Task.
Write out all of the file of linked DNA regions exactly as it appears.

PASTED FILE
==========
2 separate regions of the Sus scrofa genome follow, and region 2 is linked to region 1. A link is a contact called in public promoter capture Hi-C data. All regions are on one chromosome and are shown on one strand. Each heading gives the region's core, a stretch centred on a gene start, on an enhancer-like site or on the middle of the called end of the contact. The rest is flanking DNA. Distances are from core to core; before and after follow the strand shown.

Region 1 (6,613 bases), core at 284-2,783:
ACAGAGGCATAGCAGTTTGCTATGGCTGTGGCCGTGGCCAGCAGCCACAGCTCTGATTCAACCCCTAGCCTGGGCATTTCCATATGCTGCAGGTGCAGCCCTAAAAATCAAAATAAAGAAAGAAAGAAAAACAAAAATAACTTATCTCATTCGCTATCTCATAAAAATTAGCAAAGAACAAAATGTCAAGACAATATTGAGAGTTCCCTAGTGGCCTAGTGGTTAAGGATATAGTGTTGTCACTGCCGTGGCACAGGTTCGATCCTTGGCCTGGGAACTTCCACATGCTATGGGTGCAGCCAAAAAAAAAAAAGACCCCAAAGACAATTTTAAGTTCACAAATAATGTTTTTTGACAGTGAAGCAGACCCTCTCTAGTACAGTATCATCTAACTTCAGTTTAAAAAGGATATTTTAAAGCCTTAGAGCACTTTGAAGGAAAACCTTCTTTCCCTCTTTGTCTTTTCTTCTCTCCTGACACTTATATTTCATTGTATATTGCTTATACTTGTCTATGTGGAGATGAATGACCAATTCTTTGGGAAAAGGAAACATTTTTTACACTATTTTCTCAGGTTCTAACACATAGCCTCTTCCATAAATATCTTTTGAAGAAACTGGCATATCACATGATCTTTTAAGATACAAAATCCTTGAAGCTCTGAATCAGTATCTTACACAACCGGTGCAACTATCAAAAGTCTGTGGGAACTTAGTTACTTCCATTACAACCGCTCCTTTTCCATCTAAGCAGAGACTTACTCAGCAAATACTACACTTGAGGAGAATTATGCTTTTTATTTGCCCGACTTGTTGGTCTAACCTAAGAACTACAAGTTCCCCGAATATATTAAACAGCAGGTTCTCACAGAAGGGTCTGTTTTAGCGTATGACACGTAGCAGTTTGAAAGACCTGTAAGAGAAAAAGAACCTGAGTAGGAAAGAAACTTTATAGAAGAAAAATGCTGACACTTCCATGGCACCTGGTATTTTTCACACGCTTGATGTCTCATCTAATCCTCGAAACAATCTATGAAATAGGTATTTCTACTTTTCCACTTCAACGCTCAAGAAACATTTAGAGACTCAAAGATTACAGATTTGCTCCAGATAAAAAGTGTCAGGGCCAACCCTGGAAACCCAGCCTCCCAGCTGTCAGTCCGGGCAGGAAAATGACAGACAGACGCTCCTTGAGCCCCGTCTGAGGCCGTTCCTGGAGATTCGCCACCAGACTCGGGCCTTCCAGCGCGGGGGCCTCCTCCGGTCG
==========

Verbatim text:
2 separate regions of the Sus scrofa genome follow, and region 2 is linked to region 1. A link is a contact called in public promoter capture Hi-C data. All regions are on one chromosome and are shown on one strand. Each heading gives the region's core, a stretch centred on a gene start, on an enhancer-like site or on the middle of the called end of the contact. The rest is flanking DNA. Distances are from core to core; before and after follow the strand shown.

Region 1 (6,613 bases), core at 284-2,783:
ACAGAGGCATAGCAGTTTGCTATGGCTGTGGCCGTGGCCAGCAGCCACAGCTCTGATTCAACCCCTAGCCTGGGCATTTCCATATGCTGCAGGTGCAGCCCTAAAAATCAAAATAAAGAAAGAAAGAAAAACAAAAATAACTTATCTCATTCGCTATCTCATAAAAATTAGCAAAGAACAAAATGTCAAGACAATATTGAGAGTTCCCTAGTGGCCTAGTGGTTAAGGATATAGTGTTGTCACTGCCGTGGCACAGGTTCGATCCTTGGCCTGGGAACTTCCACATGCTATGGGTGCAGCCAAAAAAAAAAAAGACCCCAAAGACAATTTTAAGTTCACAAATAATGTTTTTTGACAGTGAAGCAGACCCTCTCTAGTACAGTATCATCTAACTTCAGTTTAAAAAGGATATTTTAAAGCCTTAGAGCACTTTGAAGGAAAACCTTCTTTCCCTCTTTGTCTTTTCTTCTCTCCTGACACTTATATTTCATTGTATATTGCTTATACTTGTCTATGTGGAGATGAATGACCAATTCTTTGGGAAAAGGAAACATTTTTTACACTATTTTCTCAGGTTCTAACACATAGCCTCTTCCATAAATATCTTTTGAAGAAACTGGCATATCACATGATCTTTTAAGATACAAAATCCTTGAAGCTCTGAATCAGTATCTTACACAACCGGTGCAACTATCAAAAGTCTGTGGGAACTTAGTTACTTCCATTACAACCGCTCCTTTTCCATCTAAGCAGAGACTTACTCAGCAAATACTACACTTGAGGAGAATTATGCTTTTTATTTGCCCGACTTGTTGGTCTAACCTAAGAACTACAAGTTCCCCGAATATATTAAACAGCAGGTTCTCACAGAAGGGTCTGTTTTAGCGTATGACACGTAGCAGTTTGAAAGACCTGTAAGAGAAAAAGAACCTGAGTAGGAAAGAAACTTTATAGAAGAAAAATGCTGACACTTCCATGGCACCTGGTATTTTTCACACGCTTGATGTCTCATCTAATCCTCGAAACAATCTATGAAATAGGTATTTCTACTTTTCCACTTCAACGCTCAAGAAACATTTAGAGACTCAAAGATTACAGATTTGCTCCAGATAAAAAGTGTCAGGGCCAACCCTGGAAACCCAGCCTCCCAGCTGTCAGTCCGGGCAGGAAAATGACAGACAGACGCTCCTTGAGCCCCGTCTGAGGCCGTTCCTGGAGATTCGCCACCAGACTCGGGCCTTCCAGCGCGGGGGCCTCCTCCGGTCG